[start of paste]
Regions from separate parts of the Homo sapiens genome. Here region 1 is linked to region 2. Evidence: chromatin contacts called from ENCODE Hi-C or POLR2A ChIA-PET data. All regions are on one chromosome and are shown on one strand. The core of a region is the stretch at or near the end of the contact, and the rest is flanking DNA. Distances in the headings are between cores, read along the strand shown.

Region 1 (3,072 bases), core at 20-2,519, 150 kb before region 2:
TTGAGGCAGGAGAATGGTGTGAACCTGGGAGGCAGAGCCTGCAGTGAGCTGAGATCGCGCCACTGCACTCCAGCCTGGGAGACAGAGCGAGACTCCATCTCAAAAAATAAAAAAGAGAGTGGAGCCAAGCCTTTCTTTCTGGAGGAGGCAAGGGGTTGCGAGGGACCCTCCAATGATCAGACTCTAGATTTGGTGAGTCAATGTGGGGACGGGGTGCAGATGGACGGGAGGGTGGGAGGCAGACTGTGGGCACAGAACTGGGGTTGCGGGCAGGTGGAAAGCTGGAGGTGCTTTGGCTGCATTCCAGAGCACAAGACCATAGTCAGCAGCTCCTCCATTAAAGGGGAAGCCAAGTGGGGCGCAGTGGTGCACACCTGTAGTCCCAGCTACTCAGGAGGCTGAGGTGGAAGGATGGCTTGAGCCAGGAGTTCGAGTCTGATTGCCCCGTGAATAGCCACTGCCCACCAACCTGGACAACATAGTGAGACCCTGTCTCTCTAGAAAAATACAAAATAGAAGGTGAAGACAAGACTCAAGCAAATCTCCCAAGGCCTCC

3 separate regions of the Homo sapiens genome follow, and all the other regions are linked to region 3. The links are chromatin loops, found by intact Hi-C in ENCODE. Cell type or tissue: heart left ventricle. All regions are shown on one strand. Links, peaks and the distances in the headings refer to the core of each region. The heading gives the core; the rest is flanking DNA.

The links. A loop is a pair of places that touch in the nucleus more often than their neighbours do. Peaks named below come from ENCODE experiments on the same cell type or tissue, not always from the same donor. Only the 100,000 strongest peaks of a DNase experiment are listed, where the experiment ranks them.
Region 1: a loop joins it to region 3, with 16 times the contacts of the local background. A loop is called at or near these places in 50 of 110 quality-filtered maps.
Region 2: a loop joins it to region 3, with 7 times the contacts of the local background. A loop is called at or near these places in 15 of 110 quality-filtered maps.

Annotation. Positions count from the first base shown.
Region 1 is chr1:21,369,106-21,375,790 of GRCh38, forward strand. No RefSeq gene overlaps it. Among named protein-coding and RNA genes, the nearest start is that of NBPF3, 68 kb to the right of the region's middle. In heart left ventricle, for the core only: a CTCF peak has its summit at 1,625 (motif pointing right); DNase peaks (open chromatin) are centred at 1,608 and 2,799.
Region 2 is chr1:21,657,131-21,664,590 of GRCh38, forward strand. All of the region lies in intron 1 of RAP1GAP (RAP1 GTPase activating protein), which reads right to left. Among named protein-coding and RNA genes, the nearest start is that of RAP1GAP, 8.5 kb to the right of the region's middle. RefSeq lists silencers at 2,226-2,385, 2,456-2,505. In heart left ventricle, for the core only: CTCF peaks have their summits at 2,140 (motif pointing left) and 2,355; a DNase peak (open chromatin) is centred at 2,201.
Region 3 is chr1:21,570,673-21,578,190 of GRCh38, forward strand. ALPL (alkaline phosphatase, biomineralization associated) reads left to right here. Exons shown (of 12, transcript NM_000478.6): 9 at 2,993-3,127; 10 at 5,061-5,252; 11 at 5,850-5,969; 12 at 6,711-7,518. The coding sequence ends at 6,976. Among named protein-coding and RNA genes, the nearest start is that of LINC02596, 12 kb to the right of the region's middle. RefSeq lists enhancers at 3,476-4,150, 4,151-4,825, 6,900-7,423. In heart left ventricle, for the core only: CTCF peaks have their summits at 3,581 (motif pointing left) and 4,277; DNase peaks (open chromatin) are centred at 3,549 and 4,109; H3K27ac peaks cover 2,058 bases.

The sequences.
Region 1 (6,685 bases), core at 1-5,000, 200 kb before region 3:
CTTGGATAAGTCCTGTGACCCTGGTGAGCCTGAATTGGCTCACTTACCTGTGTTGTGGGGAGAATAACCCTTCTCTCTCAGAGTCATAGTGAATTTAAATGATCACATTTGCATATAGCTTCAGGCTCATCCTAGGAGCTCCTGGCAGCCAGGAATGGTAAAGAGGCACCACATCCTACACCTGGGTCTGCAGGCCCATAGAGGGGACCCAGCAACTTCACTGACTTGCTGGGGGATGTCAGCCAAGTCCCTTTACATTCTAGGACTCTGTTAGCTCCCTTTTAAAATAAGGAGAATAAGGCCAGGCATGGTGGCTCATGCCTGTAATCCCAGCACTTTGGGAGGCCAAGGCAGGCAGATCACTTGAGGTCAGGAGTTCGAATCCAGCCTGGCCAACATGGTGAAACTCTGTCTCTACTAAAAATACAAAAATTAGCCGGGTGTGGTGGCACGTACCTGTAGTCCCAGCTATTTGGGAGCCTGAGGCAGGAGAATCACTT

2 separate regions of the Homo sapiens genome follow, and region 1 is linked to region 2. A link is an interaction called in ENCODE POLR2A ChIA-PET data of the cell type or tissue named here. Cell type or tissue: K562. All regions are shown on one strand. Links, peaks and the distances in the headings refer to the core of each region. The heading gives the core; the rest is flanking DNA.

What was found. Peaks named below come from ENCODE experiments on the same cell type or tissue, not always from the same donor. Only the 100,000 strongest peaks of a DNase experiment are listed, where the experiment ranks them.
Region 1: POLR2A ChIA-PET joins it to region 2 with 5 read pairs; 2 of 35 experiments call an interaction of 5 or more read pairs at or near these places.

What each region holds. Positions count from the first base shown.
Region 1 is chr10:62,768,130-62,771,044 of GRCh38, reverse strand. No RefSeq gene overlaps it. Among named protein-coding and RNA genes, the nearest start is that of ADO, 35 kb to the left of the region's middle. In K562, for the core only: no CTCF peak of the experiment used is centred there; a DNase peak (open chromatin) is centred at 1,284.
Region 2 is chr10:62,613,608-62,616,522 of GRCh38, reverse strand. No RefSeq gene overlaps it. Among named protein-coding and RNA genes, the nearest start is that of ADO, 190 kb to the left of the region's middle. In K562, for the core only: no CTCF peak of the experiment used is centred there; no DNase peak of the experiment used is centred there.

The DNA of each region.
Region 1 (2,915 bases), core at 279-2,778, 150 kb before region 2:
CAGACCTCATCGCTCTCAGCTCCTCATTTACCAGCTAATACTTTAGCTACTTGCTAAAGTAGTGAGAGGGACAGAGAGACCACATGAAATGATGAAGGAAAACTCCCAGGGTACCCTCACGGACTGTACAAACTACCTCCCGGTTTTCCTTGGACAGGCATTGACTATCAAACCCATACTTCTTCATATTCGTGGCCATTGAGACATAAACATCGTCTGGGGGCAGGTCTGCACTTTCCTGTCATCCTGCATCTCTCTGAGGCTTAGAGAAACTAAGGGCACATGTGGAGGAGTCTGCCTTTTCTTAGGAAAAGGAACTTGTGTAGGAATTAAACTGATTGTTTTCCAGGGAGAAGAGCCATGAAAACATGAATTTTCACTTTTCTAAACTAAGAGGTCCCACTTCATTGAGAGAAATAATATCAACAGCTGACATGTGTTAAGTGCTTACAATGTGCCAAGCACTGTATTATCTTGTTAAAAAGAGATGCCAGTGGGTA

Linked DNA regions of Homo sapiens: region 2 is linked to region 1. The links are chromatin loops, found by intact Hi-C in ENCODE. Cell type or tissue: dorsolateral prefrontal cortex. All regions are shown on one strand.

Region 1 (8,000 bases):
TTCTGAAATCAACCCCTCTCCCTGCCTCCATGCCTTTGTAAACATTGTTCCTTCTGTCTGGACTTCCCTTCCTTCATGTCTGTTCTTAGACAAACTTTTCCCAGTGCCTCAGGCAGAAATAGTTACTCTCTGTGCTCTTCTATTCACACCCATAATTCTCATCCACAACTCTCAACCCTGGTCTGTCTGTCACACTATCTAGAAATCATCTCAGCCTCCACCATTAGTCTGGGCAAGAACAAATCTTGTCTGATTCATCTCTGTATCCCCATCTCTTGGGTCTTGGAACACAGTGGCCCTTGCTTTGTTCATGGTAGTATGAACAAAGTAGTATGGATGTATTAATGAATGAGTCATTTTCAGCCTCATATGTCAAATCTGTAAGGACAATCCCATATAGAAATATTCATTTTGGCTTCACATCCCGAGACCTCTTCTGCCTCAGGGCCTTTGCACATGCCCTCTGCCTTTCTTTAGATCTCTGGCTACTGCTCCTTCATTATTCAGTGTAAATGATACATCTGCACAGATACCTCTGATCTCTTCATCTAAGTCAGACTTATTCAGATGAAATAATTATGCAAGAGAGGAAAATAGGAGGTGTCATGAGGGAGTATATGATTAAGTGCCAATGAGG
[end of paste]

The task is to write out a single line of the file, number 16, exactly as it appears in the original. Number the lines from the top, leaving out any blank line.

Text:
What was found. Peaks named below come from ENCODE experiments on the same cell type or tissue, not always from the same donor. Only the 100,000 strongest peaks of a DNase experiment are listed, where the experiment ranks them.